Exploring our fragile nature

Exploring our fragile nature

Using both robust and delicate materials, artists Kathy Allam, Lisa Dymond, Angela McHarrie, Karen Millar, Pascal Proteau, Helen Seiver and Sarah Wilkinson examine the notion of fragility and strength.

Acting curator Jenny Scott said the collection of works provided a thought-provoking and engaging meditation on the essence of being.

�This emotive exhibition shows us fragility and strength as extremes of existence, which are interlocked by life,� she said.

�The artists present fragility as an interesting notion in both life and art, showing us that which may appear delicate has an inner unseen strength; an unyielding exterior protects a brittle centre.

�Each has taken an individual concept and carefully selected their materials to explain their interpretation of this teetering balance.�

Karen Millar’s installation, comprised of delicate porcelain forms alongside found materials, references the 76 patients who resided at the Point Heathcote Reception Home in the 1920s, representing a communal existence along with a sense of isolation, solitude and separation.

Angela McHarrie explores the idea of containment through sculptures and drawings depicting forms pierced by linear elements to create their own boundaries.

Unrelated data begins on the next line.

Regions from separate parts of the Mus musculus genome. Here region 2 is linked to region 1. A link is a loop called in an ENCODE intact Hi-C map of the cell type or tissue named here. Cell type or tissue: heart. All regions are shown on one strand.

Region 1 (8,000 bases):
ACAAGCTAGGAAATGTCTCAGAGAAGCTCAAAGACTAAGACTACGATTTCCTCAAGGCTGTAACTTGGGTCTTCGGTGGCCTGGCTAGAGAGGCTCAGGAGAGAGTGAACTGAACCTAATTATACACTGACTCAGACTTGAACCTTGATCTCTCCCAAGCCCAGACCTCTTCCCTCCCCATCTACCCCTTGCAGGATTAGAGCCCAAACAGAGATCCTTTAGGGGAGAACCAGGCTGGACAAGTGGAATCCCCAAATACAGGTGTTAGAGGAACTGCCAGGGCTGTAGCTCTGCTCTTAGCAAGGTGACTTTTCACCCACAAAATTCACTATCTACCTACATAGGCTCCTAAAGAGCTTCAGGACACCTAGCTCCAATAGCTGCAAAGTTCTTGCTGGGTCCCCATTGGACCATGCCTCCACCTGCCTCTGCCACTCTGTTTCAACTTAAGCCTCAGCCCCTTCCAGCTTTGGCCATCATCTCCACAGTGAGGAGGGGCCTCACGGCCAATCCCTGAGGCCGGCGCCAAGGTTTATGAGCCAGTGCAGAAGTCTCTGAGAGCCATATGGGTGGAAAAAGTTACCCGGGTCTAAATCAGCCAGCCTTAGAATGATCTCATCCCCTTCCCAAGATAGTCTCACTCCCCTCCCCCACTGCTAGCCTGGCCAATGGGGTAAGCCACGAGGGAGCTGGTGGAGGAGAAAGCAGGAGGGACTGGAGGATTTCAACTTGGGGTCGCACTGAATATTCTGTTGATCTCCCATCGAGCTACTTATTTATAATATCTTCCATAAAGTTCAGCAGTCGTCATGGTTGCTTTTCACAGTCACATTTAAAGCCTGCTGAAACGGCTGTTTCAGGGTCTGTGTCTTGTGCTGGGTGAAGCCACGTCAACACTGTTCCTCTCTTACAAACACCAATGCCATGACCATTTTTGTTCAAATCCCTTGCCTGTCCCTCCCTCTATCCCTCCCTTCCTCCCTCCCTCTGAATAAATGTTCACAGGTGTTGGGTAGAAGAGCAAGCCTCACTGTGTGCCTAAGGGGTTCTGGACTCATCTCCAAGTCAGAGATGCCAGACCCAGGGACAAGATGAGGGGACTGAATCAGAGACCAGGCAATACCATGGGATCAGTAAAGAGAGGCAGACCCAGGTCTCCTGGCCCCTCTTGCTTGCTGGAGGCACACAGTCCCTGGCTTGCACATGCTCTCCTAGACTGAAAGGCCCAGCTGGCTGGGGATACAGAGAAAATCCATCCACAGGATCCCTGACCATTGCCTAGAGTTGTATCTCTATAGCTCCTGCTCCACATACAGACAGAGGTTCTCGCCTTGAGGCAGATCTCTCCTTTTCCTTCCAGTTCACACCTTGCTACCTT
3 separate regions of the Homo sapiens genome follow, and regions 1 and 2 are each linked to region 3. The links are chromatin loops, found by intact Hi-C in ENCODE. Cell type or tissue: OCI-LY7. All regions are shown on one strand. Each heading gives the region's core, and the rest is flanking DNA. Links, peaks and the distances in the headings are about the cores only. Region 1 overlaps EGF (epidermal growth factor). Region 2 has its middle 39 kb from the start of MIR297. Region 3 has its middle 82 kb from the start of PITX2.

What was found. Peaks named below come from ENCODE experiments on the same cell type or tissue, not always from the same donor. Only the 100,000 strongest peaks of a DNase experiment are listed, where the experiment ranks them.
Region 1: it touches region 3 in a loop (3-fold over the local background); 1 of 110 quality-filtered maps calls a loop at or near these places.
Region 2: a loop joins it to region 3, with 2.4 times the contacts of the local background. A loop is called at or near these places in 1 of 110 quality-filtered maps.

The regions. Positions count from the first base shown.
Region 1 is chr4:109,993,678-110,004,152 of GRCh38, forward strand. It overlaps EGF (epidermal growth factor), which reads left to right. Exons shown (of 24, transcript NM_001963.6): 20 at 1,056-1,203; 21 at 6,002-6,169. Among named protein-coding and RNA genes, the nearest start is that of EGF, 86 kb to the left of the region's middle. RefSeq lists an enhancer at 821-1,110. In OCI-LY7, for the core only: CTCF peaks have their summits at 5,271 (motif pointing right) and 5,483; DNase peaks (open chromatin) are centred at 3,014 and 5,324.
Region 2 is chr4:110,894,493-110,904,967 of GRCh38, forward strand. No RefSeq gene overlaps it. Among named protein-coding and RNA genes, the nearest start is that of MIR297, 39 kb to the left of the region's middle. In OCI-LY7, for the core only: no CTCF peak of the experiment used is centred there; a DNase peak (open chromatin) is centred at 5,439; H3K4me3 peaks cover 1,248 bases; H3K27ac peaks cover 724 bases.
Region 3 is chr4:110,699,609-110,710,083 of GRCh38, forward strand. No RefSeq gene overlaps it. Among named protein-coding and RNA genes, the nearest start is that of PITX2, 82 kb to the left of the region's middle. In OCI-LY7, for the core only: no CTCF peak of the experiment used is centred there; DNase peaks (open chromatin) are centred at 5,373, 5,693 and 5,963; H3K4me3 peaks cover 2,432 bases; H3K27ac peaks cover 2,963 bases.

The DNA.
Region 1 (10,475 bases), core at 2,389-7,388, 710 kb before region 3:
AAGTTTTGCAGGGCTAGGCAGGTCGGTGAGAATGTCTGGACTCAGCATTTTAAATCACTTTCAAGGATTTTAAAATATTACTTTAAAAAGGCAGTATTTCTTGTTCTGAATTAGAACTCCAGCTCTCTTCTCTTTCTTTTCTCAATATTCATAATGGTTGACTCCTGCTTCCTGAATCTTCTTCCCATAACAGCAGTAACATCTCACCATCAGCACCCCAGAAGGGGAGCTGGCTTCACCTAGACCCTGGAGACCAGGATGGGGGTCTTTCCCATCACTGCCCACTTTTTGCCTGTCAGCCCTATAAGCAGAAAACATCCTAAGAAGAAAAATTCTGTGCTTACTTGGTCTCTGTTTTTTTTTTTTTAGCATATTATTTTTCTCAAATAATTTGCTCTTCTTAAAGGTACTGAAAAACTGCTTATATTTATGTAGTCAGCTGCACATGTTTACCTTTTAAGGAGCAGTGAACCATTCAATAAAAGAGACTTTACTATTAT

Helen Seiver transforms steel into seemingly delicate works, which take their inspiration from the native Banksia trees.

Kathy Allam’s works repurposes plastic drink bottles as objects of art by using their lightness and strength to turn a mundane object into something extraordinary.

Lisa Dymond investigates the fragility of the ageing human body using metro-nomes as a metaphor and paper boxes to reference the human gift of service to others.

Pascal Proteau presents symbols of mental and emotional health by depicting the strength of an object weakened to the point of breaking when exposed to external forces.

Sarah Wilkinson focuses on the planet and climate change by adapting theatrical illusion techniques in her works to raise the question, �will rain only be a memory to future generations passed on through stories and machines?�.

Handle With Care will be opened by artist and lecturer Louise Dickmann on Friday, August 21 at 6pm.

RSVP by Tuesday, 18 August 18, to heathcote@melville.wa.gov.au or call 9364 5666.

The exhibition will run from August 22 to September 27 at Heathcote Cultural Centre, Swan House, 58 Duncraig Road, Applecross.